Nia DaCosta made history this week by becoming the first Black female director to debut at No.1 at the U.S box office with the 2021 remake of Candyman. The film stars Yahya Abdul- Mateen II as Anthony Mcoy/Candyman, portrays an artist looking for inspiration for his upcoming exhibit when he stumbles along with the urban legend of Candyman. DaCosta takes this thrilling horror film a bit further and reminds the audience of America's deadliest sin: racism. The recent success of Candyman (2021) proves that not only that horror films can have Black leads and become box office success, but that the horror genre needs more Black faces. With that in mind, here are five Black horror films that you need to watch today!
We can't talk about the remake without mentioning the original. Candyman follows a graduate student on a quest to complete her thesis on urban legends. She learns the tale of Candyman and soon finds out that folklore has a dark and disturbing past.
Night of the Living Dead (1968)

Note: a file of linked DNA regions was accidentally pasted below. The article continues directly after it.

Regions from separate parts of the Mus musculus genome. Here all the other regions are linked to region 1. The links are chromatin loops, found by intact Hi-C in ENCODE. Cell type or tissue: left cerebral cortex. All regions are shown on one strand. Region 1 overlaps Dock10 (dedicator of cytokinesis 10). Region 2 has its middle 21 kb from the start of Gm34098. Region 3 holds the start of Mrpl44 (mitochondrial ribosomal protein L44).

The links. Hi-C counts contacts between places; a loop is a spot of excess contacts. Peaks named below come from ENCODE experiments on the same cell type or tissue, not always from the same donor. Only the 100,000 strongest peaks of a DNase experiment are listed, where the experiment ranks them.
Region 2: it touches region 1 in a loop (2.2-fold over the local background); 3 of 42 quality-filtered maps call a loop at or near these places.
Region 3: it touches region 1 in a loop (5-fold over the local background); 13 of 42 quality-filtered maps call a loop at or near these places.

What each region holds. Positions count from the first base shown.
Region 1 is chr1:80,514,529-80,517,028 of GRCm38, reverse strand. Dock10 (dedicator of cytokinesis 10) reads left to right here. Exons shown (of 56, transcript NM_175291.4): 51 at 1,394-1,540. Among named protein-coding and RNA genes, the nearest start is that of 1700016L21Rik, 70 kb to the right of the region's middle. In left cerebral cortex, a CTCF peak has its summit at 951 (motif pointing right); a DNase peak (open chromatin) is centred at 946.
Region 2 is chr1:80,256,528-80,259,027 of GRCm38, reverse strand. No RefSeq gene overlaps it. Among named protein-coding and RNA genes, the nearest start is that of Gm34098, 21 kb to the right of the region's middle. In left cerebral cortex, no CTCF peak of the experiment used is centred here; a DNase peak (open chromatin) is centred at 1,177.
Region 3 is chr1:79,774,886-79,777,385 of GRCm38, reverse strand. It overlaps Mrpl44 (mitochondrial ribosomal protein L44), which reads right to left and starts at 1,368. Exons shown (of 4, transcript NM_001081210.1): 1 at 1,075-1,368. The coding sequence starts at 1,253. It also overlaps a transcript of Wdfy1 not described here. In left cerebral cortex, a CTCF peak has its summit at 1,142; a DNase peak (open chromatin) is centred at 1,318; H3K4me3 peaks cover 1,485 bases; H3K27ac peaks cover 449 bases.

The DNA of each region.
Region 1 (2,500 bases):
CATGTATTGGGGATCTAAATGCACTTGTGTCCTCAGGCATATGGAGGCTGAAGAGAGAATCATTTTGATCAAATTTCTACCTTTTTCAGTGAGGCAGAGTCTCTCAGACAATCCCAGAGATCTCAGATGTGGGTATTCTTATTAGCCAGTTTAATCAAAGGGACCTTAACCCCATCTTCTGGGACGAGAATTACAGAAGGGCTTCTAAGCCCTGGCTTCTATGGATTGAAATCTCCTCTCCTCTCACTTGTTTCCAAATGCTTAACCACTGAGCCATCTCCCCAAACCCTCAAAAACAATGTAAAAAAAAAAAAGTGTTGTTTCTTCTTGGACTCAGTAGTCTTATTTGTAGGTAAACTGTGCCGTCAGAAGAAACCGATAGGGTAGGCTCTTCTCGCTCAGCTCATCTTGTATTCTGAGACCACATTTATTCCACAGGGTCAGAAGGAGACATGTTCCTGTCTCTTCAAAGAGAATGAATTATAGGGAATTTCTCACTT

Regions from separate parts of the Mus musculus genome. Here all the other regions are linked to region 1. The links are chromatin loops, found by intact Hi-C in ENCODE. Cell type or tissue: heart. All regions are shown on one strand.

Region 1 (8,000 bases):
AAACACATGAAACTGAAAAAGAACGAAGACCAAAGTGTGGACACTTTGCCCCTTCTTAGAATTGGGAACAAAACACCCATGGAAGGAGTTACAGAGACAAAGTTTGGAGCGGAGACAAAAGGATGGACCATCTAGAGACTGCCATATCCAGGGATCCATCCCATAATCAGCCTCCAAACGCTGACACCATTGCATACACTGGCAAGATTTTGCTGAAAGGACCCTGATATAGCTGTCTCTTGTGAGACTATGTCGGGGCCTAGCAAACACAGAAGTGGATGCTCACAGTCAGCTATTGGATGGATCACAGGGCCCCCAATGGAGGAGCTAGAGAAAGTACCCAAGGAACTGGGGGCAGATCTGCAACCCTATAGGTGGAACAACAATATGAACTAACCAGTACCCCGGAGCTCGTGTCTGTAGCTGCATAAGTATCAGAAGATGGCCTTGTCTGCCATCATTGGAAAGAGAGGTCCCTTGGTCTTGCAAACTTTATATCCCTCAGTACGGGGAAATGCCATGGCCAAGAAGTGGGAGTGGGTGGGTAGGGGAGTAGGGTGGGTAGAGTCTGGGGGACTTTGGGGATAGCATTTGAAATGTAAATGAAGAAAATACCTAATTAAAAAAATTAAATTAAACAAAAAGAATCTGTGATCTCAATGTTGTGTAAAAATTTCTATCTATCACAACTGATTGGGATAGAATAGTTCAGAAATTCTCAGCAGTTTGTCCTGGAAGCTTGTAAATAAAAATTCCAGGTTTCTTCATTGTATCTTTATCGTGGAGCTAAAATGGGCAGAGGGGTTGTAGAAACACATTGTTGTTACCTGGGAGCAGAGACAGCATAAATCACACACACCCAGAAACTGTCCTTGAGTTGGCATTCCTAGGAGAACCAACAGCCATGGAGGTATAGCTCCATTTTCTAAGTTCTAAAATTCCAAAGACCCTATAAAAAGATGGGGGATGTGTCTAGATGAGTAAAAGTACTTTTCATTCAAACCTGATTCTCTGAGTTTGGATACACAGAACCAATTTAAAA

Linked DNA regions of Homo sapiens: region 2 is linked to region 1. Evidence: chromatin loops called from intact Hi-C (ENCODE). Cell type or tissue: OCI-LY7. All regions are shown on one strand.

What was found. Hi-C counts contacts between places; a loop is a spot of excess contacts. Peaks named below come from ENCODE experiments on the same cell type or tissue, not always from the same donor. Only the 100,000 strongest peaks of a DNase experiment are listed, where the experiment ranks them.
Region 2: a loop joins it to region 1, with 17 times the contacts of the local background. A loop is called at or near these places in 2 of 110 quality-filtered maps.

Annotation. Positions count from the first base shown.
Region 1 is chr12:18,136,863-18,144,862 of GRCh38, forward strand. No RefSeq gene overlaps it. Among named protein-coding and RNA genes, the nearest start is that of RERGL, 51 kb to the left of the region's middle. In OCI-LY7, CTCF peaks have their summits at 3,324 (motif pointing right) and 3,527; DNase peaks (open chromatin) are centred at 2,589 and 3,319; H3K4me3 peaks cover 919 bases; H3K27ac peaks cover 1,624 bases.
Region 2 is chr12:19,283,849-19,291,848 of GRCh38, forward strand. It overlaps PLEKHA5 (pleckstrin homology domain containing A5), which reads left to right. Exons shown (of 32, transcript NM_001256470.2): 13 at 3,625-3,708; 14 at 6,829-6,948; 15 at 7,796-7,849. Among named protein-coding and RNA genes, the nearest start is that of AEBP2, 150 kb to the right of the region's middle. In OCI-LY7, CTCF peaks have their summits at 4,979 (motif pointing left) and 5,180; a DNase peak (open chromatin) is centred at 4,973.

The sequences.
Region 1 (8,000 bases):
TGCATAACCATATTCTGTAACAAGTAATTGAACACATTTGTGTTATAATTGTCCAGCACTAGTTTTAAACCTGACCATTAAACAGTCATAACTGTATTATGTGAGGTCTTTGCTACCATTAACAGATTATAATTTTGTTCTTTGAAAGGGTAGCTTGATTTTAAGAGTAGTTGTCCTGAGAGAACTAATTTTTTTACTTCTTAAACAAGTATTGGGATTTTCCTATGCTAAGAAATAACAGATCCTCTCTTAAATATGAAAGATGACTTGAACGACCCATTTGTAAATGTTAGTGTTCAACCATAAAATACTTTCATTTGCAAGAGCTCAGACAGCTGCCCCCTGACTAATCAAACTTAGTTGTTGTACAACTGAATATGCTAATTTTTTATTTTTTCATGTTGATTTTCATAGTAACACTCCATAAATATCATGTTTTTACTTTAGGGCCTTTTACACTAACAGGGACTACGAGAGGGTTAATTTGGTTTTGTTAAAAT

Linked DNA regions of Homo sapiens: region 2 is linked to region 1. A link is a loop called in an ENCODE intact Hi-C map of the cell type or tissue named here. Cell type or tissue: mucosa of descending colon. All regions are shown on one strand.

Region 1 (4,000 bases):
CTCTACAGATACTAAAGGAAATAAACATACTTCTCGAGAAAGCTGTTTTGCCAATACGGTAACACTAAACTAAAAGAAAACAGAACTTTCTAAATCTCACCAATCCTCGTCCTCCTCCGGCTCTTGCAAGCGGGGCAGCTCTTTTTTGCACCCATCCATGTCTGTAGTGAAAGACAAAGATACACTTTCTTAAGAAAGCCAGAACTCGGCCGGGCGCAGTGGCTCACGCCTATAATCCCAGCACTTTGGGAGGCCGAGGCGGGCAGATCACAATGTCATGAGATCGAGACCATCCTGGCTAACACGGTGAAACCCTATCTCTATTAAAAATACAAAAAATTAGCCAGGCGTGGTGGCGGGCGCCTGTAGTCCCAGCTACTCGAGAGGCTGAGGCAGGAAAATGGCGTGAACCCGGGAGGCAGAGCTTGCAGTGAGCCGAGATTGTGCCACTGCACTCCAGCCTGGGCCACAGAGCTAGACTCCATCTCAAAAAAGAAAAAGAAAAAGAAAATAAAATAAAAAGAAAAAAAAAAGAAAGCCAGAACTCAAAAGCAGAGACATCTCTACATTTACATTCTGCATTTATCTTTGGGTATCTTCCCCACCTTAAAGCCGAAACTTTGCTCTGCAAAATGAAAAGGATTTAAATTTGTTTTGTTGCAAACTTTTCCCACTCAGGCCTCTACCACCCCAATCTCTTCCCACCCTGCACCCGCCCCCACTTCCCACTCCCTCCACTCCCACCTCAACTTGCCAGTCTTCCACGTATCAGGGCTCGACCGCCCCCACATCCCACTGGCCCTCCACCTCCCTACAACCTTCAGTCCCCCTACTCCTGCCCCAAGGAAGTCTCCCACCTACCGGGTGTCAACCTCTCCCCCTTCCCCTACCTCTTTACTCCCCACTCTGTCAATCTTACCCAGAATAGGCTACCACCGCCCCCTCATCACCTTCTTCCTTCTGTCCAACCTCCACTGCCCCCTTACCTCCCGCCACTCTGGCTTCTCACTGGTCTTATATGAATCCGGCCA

Black horror films begin here. Night of the Living Dead is the first horror film to star a Black lead actor (Duane Jones). The film follows a gang of travelers trying the survive the night without being eaten by murderous zombies.
Credited to the rise of Blaxploitation, an ethic genre that catered to Black audiences primarily in the 1970s, Blacula tells the tale of how a prince enlisted Dracula's help in hopes of ending the slave trade.
Tales From the Hood (1995)
Directed by Spike Lee, Tales From the Hood follows four different stories that deal with issues that directly affected the Black community in the 90s.
Get Out (2017)
Jordan Peele's directorial debut was a game-changer. Using typical horror elements (jump-scares), Get Out is distinctive for criticizing race in America.